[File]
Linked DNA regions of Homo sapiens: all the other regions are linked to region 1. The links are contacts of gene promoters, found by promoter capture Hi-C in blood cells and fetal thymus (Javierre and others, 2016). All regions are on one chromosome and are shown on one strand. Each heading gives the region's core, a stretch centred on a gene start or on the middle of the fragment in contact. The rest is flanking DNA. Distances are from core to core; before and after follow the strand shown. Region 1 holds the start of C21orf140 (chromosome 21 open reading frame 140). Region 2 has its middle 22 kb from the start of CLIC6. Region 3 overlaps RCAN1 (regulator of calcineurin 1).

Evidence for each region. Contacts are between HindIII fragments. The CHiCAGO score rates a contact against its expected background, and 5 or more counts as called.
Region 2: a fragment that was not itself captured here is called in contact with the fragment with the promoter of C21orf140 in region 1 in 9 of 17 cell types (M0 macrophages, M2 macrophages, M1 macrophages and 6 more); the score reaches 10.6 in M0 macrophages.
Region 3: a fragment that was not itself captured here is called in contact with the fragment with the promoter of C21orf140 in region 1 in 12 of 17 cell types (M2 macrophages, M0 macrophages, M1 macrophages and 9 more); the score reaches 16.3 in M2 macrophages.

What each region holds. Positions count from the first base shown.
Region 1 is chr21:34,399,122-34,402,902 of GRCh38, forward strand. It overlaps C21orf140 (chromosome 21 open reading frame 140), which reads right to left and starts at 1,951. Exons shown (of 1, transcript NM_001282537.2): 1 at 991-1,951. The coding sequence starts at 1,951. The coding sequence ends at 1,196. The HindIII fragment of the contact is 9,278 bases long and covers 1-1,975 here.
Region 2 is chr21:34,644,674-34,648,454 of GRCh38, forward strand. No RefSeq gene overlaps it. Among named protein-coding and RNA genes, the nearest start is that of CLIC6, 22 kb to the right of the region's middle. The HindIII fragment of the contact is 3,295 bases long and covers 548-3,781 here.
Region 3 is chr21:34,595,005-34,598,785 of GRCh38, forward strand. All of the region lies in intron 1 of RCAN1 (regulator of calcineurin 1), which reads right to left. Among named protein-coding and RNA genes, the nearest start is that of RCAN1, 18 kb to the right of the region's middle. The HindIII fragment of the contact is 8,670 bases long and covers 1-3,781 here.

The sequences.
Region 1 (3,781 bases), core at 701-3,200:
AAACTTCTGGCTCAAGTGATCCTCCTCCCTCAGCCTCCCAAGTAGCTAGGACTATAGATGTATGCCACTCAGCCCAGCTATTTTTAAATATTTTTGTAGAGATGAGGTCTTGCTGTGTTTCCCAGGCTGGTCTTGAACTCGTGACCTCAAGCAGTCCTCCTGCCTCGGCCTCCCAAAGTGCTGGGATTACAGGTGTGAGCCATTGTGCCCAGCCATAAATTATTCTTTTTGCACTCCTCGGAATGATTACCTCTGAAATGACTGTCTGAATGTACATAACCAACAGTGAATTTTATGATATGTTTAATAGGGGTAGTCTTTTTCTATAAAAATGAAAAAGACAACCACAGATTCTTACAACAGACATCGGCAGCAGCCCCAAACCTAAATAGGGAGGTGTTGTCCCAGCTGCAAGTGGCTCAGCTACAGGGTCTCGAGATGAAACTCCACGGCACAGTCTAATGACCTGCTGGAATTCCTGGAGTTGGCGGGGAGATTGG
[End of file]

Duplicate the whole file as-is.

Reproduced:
Linked DNA regions of Homo sapiens: all the other regions are linked to region 1. The links are contacts of gene promoters, found by promoter capture Hi-C in blood cells and fetal thymus (Javierre and others, 2016). All regions are on one chromosome and are shown on one strand. Each heading gives the region's core, a stretch centred on a gene start or on the middle of the fragment in contact. The rest is flanking DNA. Distances are from core to core; before and after follow the strand shown. Region 1 holds the start of C21orf140 (chromosome 21 open reading frame 140). Region 2 has its middle 22 kb from the start of CLIC6. Region 3 overlaps RCAN1 (regulator of calcineurin 1).

Evidence for each region. Contacts are between HindIII fragments. The CHiCAGO score rates a contact against its expected background, and 5 or more counts as called.
Region 2: a fragment that was not itself captured here is called in contact with the fragment with the promoter of C21orf140 in region 1 in 9 of 17 cell types (M0 macrophages, M2 macrophages, M1 macrophages and 6 more); the score reaches 10.6 in M0 macrophages.
Region 3: a fragment that was not itself captured here is called in contact with the fragment with the promoter of C21orf140 in region 1 in 12 of 17 cell types (M2 macrophages, M0 macrophages, M1 macrophages and 9 more); the score reaches 16.3 in M2 macrophages.

What each region holds. Positions count from the first base shown.
Region 1 is chr21:34,399,122-34,402,902 of GRCh38, forward strand. It overlaps C21orf140 (chromosome 21 open reading frame 140), which reads right to left and starts at 1,951. Exons shown (of 1, transcript NM_001282537.2): 1 at 991-1,951. The coding sequence starts at 1,951. The coding sequence ends at 1,196. The HindIII fragment of the contact is 9,278 bases long and covers 1-1,975 here.
Region 2 is chr21:34,644,674-34,648,454 of GRCh38, forward strand. No RefSeq gene overlaps it. Among named protein-coding and RNA genes, the nearest start is that of CLIC6, 22 kb to the right of the region's middle. The HindIII fragment of the contact is 3,295 bases long and covers 548-3,781 here.
Region 3 is chr21:34,595,005-34,598,785 of GRCh38, forward strand. All of the region lies in intron 1 of RCAN1 (regulator of calcineurin 1), which reads right to left. Among named protein-coding and RNA genes, the nearest start is that of RCAN1, 18 kb to the right of the region's middle. The HindIII fragment of the contact is 8,670 bases long and covers 1-3,781 here.

The sequences.
Region 1 (3,781 bases), core at 701-3,200:
AAACTTCTGGCTCAAGTGATCCTCCTCCCTCAGCCTCCCAAGTAGCTAGGACTATAGATGTATGCCACTCAGCCCAGCTATTTTTAAATATTTTTGTAGAGATGAGGTCTTGCTGTGTTTCCCAGGCTGGTCTTGAACTCGTGACCTCAAGCAGTCCTCCTGCCTCGGCCTCCCAAAGTGCTGGGATTACAGGTGTGAGCCATTGTGCCCAGCCATAAATTATTCTTTTTGCACTCCTCGGAATGATTACCTCTGAAATGACTGTCTGAATGTACATAACCAACAGTGAATTTTATGATATGTTTAATAGGGGTAGTCTTTTTCTATAAAAATGAAAAAGACAACCACAGATTCTTACAACAGACATCGGCAGCAGCCCCAAACCTAAATAGGGAGGTGTTGTCCCAGCTGCAAGTGGCTCAGCTACAGGGTCTCGAGATGAAACTCCACGGCACAGTCTAATGACCTGCTGGAATTCCTGGAGTTGGCGGGGAGATTGG